the film

All Tangled in the Nets on the Columbia

by Editorial Board
The Oregonian, April 11, 2009

Threatened salmon are dying, sportfishing is crimped and an outdoor retail chain goes belly up

It stinks what passes for salmon harvest policy on the Columbia River. Everyone smells it -- lawmakers, gill-netters, sport fishermen, fish commissioners -- but all the Northwest has done is hold its collective nose.

Here's what's going on: Oregon and Washington still allow gill nets, the least selective way to fish, in the main stem of the Columbia River. The gill-netters can't help but catch and kill threatened species of salmon and steelhead. This incidental take of federally protected fish forces the curtailment of sportfishing, gutting a major Northwest industry. Guides, boat dealers and tackle manufacturers are hurting; just this week one of the region's largest retailers of fishing equipment, Joe's Sports, Outdoor & More, went out of business.

Meanwhile, tens of thousands of hatchery salmon roll upriver, flooding into spawning areas and interfering with the recovery of the threatened wild species of salmon and steelhead.

All of this makes no sense, none, yet it keeps going on. The gill-netters, backed by the seafood processors and restaurants they supply, have spent decades now locked in a fierce dispute with sport fishermen over the relative share of fish that each side is allowed to harvest. This tug of war has so poisoned river policy that both sides cannot recognize that their stubborn stances are hurting them both, and damaging wild salmon.

There are better ways. Two proposals in the Oregon Legislature, if properly implemented, promise more salmon, not fewer, to commercial gill-netters and sport fishermen. Both would help wild salmon recovery by protecting threatened fish from nonselective harvest, and ramp up harvest of hatchery fish, reducing the competition in spawning areas.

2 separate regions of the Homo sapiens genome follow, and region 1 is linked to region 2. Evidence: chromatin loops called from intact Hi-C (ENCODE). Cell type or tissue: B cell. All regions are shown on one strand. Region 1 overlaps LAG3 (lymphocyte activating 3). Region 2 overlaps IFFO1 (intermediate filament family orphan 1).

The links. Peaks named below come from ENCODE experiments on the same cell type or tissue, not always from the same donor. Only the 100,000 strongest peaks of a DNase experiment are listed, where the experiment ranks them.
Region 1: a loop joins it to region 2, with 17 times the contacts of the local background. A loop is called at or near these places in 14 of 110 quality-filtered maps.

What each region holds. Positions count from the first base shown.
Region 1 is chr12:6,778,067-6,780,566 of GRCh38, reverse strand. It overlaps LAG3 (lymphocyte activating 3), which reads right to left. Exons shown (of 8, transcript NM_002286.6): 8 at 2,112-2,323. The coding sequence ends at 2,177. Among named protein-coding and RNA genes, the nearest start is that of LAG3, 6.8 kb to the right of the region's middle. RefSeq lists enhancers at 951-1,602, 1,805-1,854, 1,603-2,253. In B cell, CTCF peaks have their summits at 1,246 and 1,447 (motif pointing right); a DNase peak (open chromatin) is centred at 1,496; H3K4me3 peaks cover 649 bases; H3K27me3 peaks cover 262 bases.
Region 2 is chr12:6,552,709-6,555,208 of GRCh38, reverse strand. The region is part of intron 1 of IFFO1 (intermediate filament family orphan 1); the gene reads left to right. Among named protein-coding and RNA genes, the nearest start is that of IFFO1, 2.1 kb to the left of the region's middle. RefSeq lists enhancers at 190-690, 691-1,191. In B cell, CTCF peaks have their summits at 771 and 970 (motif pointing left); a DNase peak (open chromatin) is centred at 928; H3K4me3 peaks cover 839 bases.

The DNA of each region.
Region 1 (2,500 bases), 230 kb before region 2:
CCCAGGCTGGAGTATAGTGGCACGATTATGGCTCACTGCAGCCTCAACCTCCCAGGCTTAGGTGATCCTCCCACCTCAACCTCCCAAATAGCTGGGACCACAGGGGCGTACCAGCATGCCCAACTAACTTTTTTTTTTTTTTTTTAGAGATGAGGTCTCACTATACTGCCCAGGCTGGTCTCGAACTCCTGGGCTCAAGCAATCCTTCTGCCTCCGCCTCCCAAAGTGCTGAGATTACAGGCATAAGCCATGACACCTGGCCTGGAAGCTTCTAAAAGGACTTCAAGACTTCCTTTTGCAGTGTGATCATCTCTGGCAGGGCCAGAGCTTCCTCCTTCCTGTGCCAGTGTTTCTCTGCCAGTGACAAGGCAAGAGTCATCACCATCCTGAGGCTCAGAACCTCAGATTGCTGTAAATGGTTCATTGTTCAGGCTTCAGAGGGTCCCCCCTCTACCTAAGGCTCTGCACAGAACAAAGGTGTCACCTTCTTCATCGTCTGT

One proposal, House Bill 2734, the so-called "SAFE for Salmon" plan, would move gill-netters into off-channel commercial fishing zones. The idea is to accelerate and expand the hatchery practice of taking salmon smolts to bays and side channels, where the young fish imprint and return as adult salmon. Gill-netters already are taking a substantial portion of their fish in these zones -- which are not frequented by wild salmon.

A second proposal, House Bill 2579, would legalize the use of seines and traps on the lower Columbia. The idea is, over time, to transition commercial fishermen from gill-nets, which kill a high percentage of the wild salmon they snare, to seine nets and traps that allow protected fish to be sorted and sent upriver unharmed.

Down in Salem, these are seen as competing bills. Legislators seem confused by their choices and tempted to call for "more study," pushing salmon harvest issues off for another year or two. In fact, the bills are compatible. Lawmakers ought to approve them both and give fish managers the tools they need to better manage salmon on the Columbia.

Commercial gill-netters fear being pinned to the shallow bays of the river, and question whether the hatchery fish promised in the SAFE plan would truly be forthcoming. They also are reluctant to swap out their gill-net gear for costly seine nets or other equipment. Lawmakers should strengthen both bills to address their concerns.

There is room now, and always will be, for commercial salmon fishing on the Columbia River, if properly managed. Ultimately, though, gill-nets must be moved out of the main stem of the river. If it ever made sense to allow nonselective fishing on threatened salmon and steelhead, then kick everybody off the river while hatchery fish surge upstream, it doesn't any longer. All it does now is stink.

Editorial Board
All Tangled in the Nets on the Columbia
The Oregonian, April 11, 2009

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